They couldn’t get anything going against Edwin Jackson. In the fourth inning, the Giants had runners at the corners with one out. On a 2-2 count, with Brandon Crawford at the plate, Andrew McCutchen got thrown out trying to steal second. The A’s threw him out by about twenty feet. If it seems like the Giants have been caught stealing a lot this year, it’s because they have. Coming into the game, the Giants have been thrown out 18 times or in one-third of their attempts.
I understand the strategy of trying to steal in that situation. McCutchen or Bruce Bochy is trying to stay out of the double play. If you have a runner that can reliably steal bases, sure, go for it. McCutchen has not been a reliable base stealer. Over his career, he’s been thrown out 40% of the time.
He was thrown out by so much it looked like maybe he was trying to create an opportunity for Steven Duggar to score from third. I don’t know. But the Giants TOOTBLAN’d themselves out of a scoring opportunity.
So of course, Edwin Jackson fell off the mound on the next pitch and balked in a run. On one end of the balk spectrum, there’s the “What did they even see?” balks, and on the other end, there are the balks where the pitcher is stricken dead in the middle of their delivery. This was closer to the latter end.
A #SFGiants rally, one balk at a time pic.twitter.com/sqayqTmD4g— Ahmed Fareed (@FareedNBCS) July 14, 2018
It turned out that the Giants would not need that run because of one man: Steven Duggar. Also, the A’s bullpen completely falling apart in the seventh. But mostly, it was Duggar. Before his two-run double in the seventh, it was no certainty that the Giants were going to pull this one out. It feels a little strange to suggest a game that ended 7-1 might have ended differently without the contributions of one player, but Duggar had been at the center of all the Giants offense until they blew it open.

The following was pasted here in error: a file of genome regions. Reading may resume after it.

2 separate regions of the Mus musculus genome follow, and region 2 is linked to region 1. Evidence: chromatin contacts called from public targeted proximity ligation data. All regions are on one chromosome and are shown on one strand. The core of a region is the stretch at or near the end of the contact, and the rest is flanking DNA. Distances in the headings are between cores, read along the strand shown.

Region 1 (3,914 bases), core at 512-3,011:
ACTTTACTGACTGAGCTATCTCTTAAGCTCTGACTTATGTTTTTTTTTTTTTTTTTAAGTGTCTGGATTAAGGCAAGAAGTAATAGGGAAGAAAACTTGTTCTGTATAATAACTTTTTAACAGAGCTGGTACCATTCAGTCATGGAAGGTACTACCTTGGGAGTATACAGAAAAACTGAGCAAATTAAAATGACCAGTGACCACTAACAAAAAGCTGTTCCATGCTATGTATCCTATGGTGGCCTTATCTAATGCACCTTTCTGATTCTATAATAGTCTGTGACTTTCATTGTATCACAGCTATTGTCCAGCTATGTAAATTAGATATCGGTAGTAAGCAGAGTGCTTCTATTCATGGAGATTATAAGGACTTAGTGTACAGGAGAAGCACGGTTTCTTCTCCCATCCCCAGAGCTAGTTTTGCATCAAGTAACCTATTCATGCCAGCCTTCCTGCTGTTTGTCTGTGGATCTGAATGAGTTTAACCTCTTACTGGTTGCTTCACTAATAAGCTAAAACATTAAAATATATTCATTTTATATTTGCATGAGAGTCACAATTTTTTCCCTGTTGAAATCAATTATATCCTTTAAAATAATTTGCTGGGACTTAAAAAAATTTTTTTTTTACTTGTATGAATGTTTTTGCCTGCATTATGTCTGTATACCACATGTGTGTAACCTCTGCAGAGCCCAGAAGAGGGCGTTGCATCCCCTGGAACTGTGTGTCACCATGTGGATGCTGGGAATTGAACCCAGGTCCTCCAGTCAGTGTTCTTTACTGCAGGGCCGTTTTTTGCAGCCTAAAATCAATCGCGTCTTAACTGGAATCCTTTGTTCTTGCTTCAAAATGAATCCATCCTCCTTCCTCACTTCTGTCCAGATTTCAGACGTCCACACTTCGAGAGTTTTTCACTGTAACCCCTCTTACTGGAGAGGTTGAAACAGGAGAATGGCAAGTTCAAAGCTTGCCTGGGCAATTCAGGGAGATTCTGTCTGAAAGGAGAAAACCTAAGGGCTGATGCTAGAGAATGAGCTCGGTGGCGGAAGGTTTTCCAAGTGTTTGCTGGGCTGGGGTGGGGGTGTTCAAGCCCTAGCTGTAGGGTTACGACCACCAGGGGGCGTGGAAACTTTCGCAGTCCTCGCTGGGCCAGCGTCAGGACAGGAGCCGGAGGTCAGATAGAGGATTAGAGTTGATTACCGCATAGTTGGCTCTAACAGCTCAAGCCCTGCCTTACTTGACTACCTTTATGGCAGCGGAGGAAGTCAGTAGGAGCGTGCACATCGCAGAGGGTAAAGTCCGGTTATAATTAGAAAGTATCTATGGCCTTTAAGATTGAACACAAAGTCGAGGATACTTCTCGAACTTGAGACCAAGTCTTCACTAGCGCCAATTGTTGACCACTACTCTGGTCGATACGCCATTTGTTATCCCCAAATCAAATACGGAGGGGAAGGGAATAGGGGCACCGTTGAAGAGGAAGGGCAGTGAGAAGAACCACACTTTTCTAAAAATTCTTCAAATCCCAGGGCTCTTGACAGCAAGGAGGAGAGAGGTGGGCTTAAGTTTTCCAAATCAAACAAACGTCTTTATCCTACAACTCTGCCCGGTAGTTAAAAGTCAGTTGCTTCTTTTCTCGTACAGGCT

The good thing about Duggar is that he doesn’t have to hit like this to be valuable. He plays above-average defense at a premium position, so he doesn’t have to be a doubles machine. It would just be super rad if he were also a doubles machine.
In the first inning, Duggar hit a fly ball down the left field line. Chad Pinder came over, took a step into foul territory, reached back and borked it. The ball landed in fair territory, but the ruling on the field was foul.
Fair or foul or just plain funny? pic.twitter.com/ECcFf3Seiw— SF Giants on NBCS (@NBCSGiants) July 14, 2018
The Giants challenged it, but without a definitive camera angle, the call stood. This was dumb. While I agree that there was no way to tell if it would have gone fair or foul had Pinder not touched it, that shouldn’t matter. If a team screws up, they shouldn’t benefit from a call that can go either way. The umpire couldn’t tell where that ball was going to land, but everyone saw the A’s screw up. That’s the tiebreaker. If you screw up, something bad should happen. Steven Duggar should have been on second.
(If Duggar had hit a dinger after returning to the plate, I would have completely reversed my position.)